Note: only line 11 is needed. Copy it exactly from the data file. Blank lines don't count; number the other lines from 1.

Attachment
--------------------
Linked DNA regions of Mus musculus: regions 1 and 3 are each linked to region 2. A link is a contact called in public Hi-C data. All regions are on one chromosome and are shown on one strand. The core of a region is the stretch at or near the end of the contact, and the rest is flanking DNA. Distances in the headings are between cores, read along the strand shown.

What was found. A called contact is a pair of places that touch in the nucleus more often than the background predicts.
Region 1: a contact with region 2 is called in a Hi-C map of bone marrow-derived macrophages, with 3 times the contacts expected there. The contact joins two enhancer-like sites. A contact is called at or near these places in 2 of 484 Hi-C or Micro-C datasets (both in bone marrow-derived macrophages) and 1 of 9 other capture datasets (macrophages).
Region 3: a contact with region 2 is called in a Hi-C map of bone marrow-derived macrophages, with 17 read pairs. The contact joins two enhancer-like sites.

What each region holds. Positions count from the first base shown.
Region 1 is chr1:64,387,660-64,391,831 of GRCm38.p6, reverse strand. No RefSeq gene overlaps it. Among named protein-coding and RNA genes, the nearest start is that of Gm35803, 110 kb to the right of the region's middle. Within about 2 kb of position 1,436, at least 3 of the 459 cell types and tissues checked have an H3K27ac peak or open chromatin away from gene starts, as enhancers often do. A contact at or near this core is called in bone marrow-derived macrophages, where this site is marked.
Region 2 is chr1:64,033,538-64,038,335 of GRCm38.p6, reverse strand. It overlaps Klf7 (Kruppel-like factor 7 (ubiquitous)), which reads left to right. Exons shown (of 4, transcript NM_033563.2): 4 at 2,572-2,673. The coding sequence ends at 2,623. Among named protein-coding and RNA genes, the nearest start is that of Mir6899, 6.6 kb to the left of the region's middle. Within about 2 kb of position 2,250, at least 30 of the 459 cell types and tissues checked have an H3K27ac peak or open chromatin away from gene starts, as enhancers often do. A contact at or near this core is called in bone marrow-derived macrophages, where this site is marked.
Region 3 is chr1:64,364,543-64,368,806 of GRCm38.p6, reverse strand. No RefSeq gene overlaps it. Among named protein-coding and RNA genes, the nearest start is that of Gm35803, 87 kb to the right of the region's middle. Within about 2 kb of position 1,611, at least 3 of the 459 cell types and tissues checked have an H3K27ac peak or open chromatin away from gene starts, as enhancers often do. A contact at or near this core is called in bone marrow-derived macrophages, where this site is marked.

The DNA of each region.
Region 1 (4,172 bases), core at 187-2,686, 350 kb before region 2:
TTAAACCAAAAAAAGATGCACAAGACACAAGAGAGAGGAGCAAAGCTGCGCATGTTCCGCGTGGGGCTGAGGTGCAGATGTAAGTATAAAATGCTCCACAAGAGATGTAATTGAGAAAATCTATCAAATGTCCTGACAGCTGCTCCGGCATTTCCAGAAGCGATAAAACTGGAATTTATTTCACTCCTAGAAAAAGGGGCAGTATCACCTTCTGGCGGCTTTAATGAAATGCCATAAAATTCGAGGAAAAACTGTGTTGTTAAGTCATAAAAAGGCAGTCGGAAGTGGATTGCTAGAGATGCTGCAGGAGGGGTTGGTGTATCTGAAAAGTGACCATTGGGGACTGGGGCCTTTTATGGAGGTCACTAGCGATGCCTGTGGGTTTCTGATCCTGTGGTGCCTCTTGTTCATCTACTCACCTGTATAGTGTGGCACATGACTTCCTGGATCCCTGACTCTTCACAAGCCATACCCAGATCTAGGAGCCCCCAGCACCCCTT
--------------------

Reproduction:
TTAAACCAAAAAAAGATGCACAAGACACAAGAGAGAGGAGCAAAGCTGCGCATGTTCCGCGTGGGGCTGAGGTGCAGATGTAAGTATAAAATGCTCCACAAGAGATGTAATTGAGAAAATCTATCAAATGTCCTGACAGCTGCTCCGGCATTTCCAGAAGCGATAAAACTGGAATTTATTTCACTCCTAGAAAAAGGGGCAGTATCACCTTCTGGCGGCTTTAATGAAATGCCATAAAATTCGAGGAAAAACTGTGTTGTTAAGTCATAAAAAGGCAGTCGGAAGTGGATTGCTAGAGATGCTGCAGGAGGGGTTGGTGTATCTGAAAAGTGACCATTGGGGACTGGGGCCTTTTATGGAGGTCACTAGCGATGCCTGTGGGTTTCTGATCCTGTGGTGCCTCTTGTTCATCTACTCACCTGTATAGTGTGGCACATGACTTCCTGGATCCCTGACTCTTCACAAGCCATACCCAGATCTAGGAGCCCCCAGCACCCCTT